“a handful of academics are pushing back and applauding the school”
As mentioned in an earlier post, 1619 Project author Nikole Hannah-Jones may sue UNC Chapel Hill for denying her tenure, but some academics say the school made the right call.
The Washington Free Beacon reports:
Profs Scoff at Nikole Hannah-Jones Tenure Suit
The woman behind the controversial 1619 Project has no business working as a tenured university professor, historians and political scientists told the Washington Free Beacon—and they scoffed at a lawsuit the journalist is reportedly preparing to litigate the University of North Carolina’s decision to deny her tenure.
Nikole Hannah-Jones, the New York Times journalist who emerged from obscurity to become one of the most prominent voices in media, is gearing up to sue the University of North Carolina for racial discrimination after the school denied her tenure in May.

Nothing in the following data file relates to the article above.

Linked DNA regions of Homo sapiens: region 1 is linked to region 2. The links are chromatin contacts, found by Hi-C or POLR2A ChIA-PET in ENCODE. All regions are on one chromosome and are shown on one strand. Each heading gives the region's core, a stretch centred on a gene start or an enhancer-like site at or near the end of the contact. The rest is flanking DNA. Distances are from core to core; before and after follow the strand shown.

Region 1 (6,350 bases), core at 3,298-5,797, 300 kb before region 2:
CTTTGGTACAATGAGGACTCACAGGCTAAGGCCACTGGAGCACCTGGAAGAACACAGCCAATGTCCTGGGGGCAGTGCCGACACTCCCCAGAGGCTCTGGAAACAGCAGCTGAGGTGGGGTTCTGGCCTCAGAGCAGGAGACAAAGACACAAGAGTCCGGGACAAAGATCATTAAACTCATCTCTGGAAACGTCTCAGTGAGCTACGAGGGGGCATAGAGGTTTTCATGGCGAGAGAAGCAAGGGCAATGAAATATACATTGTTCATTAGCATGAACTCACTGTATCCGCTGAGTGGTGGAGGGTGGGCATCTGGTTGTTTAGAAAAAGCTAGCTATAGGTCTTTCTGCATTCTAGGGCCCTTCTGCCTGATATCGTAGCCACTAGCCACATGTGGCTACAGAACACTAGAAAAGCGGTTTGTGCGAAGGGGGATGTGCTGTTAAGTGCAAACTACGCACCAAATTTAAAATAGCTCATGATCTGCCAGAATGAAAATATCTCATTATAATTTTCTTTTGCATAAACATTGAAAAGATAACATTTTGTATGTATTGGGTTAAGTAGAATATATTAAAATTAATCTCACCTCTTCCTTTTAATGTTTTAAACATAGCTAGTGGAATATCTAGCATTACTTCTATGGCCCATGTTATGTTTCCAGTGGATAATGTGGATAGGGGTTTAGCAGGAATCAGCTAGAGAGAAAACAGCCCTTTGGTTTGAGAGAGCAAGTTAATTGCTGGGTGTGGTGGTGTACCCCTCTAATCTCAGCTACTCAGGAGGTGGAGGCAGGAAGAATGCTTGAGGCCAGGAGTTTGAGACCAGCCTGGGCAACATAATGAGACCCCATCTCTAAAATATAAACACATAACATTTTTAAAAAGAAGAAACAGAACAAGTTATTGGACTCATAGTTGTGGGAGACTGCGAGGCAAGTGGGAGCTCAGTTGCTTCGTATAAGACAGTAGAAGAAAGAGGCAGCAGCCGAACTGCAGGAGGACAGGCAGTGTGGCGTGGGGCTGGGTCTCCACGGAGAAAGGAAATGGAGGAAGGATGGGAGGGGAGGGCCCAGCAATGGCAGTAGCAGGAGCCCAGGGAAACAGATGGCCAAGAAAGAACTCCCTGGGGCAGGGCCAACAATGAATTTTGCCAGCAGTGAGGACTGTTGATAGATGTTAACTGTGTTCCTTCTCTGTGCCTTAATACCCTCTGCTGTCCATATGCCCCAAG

While the move was met with outrage in many corners, a handful of academics are pushing back and applauding the school for defending scholarship over popular politics. They include the Yale University political science professor Steven Smith, who said the offer of tenure to Jones was “a gross violation of academic commitments to truth and accuracy.”
Lifetime appointments for individuals without Ph.D.s, such as Hannah-Jones, generally require “extraordinary” work, said Michigan State political philosophy professor William Allen.
“Hannah-Jones does not seem to fit the mold of such high academic achievement,” Allen said. “As a consequence, the action by the UNC Board seems entirely in keeping with the usual academic practices—the appointment having been infelicitously pushed forward on political rather than solid academic grounds.”
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